Achieving Parental Independence

I often get asked for advice on parenting. It could be because I have a large extended family. If you add up my kids, nieces, nephews, grand nieces, grand nephews, etc. there are over 70 of them. Quite a racket at the annual family reunion. I’ve wondered how to describe the reunion. Groups of animals have collective nouns such as a ‘murder of crows’, an ‘intrusion of cockroaches’ or a ‘gaggle of geese’. Who comes up with those? Thinking about humans, I’ve heard some snide people describe of a “nag of wives” or a “jerk of husbands”. For the family reunion I’m going with a ‘rabble of kids’ or a ‘mess of children’.

Which brings us to parenting advice. Most think the goal of parenting is to raise well-adjusted children. But I think the actual goal is parental independence: becoming independent of your kids. More bluntly stated, getting rid of them. First, consider how many children to have.  One child doesn’t even count. With one kid, you always know who did it. You don’t have to referee who hit who first. Mostly importantly, with one kid, you generally don’t have to worry about the four-letter ‘F’ word (Fair). With one kid you have double coverage. With two, it’s more of a challenge. You have to switch to ‘man-to-man’ defense. Anything more than that, it is zone defense to prevent the bomb. Believe it or not, more kids are easier. They can watch each other and are less focused on the parents, making ultimate parental independence easier. Besides, with multiple kids, you give up on trying to keep the house neat and clean, simplifying your life.

Becoming independent of the children includes these milestones:

1.       Sleeping through the night. The solution is wine or beer, in moderation. Besides relaxing the mother to ease feeding, it helps the baby fall asleep. Of course, this only works for breast feeding, You would lose your parenting license for pouring booze into a bottle. Fathers, to show solidarity with your wife, feel free to take a shot of scotch before returning to bed after the middle of the night feeding.  

2.       Toilet training. Unfortunately, you can’t force a kid to be toilet trained, They have their own clock.  A little bribery can help speed it along. It seems like a fair deal to trade the kid six M&M’s for a successful toilet use.

3.       Babysitter. Three hours break from the kid will feel like a three-day vacation. Overpay so that you are number one on the babysitter’s preferred client list. If you are anxious about this step you can use the baby monitor to spy on the sitter. Don’t call home and talk to the babysitter, the kid will still be alive when you return.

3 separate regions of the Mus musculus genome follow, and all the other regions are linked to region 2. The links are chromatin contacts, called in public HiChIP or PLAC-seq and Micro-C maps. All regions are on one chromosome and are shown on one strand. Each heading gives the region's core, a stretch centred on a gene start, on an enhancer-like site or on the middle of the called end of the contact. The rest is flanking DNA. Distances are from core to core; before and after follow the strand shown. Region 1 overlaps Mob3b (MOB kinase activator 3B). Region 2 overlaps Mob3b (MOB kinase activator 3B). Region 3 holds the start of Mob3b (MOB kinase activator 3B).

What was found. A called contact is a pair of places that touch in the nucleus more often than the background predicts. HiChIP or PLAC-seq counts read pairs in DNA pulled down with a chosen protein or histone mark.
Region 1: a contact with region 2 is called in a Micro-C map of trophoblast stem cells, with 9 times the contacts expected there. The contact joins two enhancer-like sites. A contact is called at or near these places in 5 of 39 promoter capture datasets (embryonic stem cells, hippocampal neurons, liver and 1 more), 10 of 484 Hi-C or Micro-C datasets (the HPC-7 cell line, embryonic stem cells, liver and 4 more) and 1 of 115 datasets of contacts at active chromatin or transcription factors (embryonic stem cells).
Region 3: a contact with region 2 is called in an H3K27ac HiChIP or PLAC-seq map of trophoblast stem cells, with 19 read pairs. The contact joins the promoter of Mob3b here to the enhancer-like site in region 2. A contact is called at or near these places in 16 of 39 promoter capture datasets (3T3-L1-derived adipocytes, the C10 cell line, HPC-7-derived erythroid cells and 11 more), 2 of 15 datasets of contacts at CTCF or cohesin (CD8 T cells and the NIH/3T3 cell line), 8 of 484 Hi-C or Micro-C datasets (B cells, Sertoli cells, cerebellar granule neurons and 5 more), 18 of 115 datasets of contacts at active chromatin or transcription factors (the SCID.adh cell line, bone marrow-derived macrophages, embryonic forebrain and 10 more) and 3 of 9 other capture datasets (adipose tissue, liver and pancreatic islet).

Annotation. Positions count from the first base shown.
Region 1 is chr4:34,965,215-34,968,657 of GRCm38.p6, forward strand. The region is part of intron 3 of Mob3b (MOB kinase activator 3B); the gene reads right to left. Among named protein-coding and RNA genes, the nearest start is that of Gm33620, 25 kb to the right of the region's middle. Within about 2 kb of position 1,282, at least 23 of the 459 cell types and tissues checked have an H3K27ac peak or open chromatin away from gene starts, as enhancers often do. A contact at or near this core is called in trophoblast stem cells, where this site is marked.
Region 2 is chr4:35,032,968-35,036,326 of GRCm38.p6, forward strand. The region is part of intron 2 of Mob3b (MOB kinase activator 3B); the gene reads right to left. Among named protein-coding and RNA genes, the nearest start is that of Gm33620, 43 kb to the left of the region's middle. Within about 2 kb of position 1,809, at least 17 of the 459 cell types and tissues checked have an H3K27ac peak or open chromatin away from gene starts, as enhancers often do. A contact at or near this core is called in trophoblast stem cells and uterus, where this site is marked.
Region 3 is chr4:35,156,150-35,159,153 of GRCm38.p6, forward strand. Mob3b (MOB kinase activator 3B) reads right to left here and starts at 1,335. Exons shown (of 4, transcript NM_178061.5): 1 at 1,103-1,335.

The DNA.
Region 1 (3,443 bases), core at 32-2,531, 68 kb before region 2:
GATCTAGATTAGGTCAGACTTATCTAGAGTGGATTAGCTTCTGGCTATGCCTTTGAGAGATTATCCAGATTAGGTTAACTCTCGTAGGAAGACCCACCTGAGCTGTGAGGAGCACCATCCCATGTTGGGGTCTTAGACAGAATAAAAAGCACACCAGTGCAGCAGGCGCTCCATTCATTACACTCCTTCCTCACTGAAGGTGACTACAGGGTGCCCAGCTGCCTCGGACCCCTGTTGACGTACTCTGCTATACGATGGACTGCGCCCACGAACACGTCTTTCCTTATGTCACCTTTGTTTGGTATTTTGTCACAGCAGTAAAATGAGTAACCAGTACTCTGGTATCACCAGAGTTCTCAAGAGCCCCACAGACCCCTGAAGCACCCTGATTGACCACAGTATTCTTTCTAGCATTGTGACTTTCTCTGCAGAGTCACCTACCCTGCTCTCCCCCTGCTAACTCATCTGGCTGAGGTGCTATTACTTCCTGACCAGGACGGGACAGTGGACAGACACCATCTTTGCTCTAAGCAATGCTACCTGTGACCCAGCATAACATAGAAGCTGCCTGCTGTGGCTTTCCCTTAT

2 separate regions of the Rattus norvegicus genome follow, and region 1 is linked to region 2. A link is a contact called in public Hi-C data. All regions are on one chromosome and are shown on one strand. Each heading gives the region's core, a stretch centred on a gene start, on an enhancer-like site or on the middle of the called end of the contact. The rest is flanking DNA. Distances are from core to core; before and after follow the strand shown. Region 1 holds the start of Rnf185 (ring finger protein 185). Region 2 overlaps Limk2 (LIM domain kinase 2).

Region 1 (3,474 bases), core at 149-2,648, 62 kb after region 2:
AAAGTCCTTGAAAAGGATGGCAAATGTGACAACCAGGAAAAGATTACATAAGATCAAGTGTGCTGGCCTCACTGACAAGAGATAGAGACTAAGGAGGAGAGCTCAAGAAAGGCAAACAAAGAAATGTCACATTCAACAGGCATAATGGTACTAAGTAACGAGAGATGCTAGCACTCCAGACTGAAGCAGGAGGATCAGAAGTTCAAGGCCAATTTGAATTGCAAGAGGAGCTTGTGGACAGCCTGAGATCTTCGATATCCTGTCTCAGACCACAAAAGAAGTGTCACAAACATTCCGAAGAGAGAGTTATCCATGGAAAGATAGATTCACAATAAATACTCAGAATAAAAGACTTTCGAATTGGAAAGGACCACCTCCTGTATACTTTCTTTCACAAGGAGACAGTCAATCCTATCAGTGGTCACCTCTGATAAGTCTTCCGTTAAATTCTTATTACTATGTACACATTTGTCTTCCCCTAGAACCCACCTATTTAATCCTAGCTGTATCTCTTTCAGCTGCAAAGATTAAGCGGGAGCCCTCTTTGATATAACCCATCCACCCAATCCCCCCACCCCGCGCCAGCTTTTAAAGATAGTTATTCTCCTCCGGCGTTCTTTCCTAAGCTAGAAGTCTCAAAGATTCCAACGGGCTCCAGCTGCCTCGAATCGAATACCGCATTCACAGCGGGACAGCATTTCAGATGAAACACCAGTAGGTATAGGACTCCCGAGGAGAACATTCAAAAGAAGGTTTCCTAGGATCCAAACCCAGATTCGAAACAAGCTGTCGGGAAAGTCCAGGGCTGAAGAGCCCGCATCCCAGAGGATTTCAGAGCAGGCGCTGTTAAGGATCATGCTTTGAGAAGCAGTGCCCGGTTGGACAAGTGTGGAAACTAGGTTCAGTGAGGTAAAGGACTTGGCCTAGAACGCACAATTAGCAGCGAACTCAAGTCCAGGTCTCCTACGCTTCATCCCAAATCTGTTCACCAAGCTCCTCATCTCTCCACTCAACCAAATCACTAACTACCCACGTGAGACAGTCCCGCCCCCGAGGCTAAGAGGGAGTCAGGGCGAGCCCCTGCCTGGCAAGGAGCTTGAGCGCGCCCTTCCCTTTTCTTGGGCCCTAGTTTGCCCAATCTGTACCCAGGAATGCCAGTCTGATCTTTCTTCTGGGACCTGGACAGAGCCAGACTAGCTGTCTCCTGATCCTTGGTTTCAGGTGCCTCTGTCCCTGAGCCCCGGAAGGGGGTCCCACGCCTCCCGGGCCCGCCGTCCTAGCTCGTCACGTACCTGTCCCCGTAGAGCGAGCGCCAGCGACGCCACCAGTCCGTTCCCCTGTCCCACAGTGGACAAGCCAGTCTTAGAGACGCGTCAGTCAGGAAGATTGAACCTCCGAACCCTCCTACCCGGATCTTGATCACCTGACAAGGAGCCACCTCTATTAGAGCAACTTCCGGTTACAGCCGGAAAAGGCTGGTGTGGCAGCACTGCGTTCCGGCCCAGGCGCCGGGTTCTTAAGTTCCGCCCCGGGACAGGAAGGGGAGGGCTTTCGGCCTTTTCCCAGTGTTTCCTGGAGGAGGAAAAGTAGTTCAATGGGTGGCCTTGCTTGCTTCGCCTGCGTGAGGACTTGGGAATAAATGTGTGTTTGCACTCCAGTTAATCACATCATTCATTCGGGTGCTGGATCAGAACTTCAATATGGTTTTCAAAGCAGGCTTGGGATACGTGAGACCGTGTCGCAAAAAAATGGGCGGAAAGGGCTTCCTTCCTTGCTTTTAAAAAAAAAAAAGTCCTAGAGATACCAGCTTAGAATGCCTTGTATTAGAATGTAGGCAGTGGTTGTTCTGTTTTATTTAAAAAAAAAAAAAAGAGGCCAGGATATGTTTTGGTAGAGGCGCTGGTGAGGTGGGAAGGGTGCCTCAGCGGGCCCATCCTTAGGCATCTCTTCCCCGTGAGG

4.       Send them to school. Enroll them in some sort of infant community by the time they reach six months. Government studies and the internet couldn’t be wrong about the benefits of pre-school, could they? Pay no attention to the Baby Boomers, most of whom never saw the inside of a school until they were five or six years-old and started kindergarten. See where that got us?

5.       Leave them home alone without a sitter. This is a big step towards parental independence. The trick is at what age. Don’t wait until the teen years, when they could cause trouble. Start earlier.

6.       Driver’s license. It would be great if the kids could drive themselves to soccer and friend’s house and you are no longer a chauffeur. But think of the risks in giving a two ton vehicle to a teen. Remember the ‘freeway freak out’ scene in the movie ‘Clueless’? It’s a parent’s worst nightmare, but quite funny. The teens are panicked driving a parent’s Beemer, being passed by trucks, motorcycle gangs and old ladies. A better option is to raise children in the city, they won’t need a driver’s license at all, just a transit card. After all, raising children in the suburbs is very dangerous. There is nothing to do, it’s just drugs, sex and rock & roll and parent’s nightmare.  If, per chance, you end up in the suburbs, buy the kid a cheap, used, dented beater. Other drivers will want to keep their distance.

7.       Final tuition check. Parental independence is in sight! Whether you can afford it or not, make the kid contribute to their education through jobs and loans. After all, if the kid is going to spend four (or more) years partying, they should have some skin in the game. Besides, being in debt might encourage your child to get a job instead of going onto graduate school to study something like the aboriginal languages of northern Antarctica.

8.       Get them off your cell phone bill. This is mission impossible. The bond is stronger than titanium. It starts innocently enough, put the kid on a family line, it is cheaper. But you will never ever get rid of them. It will always seems cheaper then switching them to their own account. Doesn’t matter if you use those millennial payment apps like Venmo or Zelle, whatever those are, you don’t want to be a collection agent. Give them their own account now, you’ll thank me later. One of my sons is engaged and he and his future wife both have well paying jobs. I’m conspiring with her father to cut them both off our plans while they are on the honeymoon. That will teach them a lesson they can use on their own children.

There, eight steps and you are independent! Now that you are free, don’t ruin it by getting another dependent mammal, such as a dog.